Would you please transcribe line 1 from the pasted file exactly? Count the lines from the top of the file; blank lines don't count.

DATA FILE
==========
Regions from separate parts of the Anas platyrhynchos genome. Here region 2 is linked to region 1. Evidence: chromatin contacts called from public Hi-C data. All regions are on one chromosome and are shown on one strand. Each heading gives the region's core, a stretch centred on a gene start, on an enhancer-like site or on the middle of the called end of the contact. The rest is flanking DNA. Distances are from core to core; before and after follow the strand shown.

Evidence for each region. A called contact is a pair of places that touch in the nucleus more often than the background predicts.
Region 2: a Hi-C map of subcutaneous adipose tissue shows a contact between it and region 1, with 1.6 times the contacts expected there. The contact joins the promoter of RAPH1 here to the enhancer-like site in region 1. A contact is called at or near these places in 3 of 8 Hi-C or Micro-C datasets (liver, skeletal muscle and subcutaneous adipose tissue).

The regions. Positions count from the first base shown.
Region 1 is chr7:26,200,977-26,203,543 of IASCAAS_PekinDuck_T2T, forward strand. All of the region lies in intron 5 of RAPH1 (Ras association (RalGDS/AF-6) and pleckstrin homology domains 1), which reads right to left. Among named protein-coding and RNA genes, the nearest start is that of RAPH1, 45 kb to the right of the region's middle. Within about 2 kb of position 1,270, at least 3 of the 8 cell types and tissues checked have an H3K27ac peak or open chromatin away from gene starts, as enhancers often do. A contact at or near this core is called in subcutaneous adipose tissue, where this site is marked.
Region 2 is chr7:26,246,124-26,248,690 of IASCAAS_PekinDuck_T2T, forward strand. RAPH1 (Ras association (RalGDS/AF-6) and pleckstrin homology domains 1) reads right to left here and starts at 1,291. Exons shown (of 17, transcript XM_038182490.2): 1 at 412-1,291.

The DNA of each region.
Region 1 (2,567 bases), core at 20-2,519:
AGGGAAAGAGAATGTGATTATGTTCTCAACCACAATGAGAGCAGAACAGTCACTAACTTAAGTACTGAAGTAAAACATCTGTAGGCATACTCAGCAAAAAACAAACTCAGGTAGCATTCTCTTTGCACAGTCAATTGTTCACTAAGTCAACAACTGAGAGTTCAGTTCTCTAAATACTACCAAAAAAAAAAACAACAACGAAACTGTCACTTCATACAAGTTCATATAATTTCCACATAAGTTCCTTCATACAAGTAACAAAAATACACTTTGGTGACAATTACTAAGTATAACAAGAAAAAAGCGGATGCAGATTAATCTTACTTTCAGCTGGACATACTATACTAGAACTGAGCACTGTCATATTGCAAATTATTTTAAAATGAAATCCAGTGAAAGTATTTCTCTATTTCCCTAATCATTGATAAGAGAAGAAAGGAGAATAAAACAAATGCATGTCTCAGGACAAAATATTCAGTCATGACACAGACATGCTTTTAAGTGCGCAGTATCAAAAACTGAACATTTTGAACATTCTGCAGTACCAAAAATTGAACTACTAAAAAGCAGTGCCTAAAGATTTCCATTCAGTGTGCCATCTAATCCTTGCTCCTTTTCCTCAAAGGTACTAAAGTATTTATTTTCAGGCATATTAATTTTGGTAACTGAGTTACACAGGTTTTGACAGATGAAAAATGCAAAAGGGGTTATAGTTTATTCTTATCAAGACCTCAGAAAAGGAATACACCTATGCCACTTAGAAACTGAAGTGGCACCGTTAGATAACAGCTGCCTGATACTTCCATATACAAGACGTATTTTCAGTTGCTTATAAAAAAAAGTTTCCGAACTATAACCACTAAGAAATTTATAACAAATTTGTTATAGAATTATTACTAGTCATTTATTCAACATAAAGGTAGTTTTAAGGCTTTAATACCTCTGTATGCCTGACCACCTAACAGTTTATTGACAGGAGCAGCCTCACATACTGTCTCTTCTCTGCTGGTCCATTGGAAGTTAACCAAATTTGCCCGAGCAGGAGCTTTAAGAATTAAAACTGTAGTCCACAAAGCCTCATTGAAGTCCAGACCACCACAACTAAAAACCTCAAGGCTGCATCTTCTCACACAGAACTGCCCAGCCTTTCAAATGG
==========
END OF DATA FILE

Regions from separate parts of the Anas platyrhynchos genome. Here region 2 is linked to region 1. Evidence: chromatin contacts called from public Hi-C data. All regions are on one chromosome and are shown on one strand. Each heading gives the region's core, a stretch centred on a gene start, on an enhancer-like site or on the middle of the called end of the contact. The rest is flanking DNA. Distances are from core to core; before and after follow the strand shown.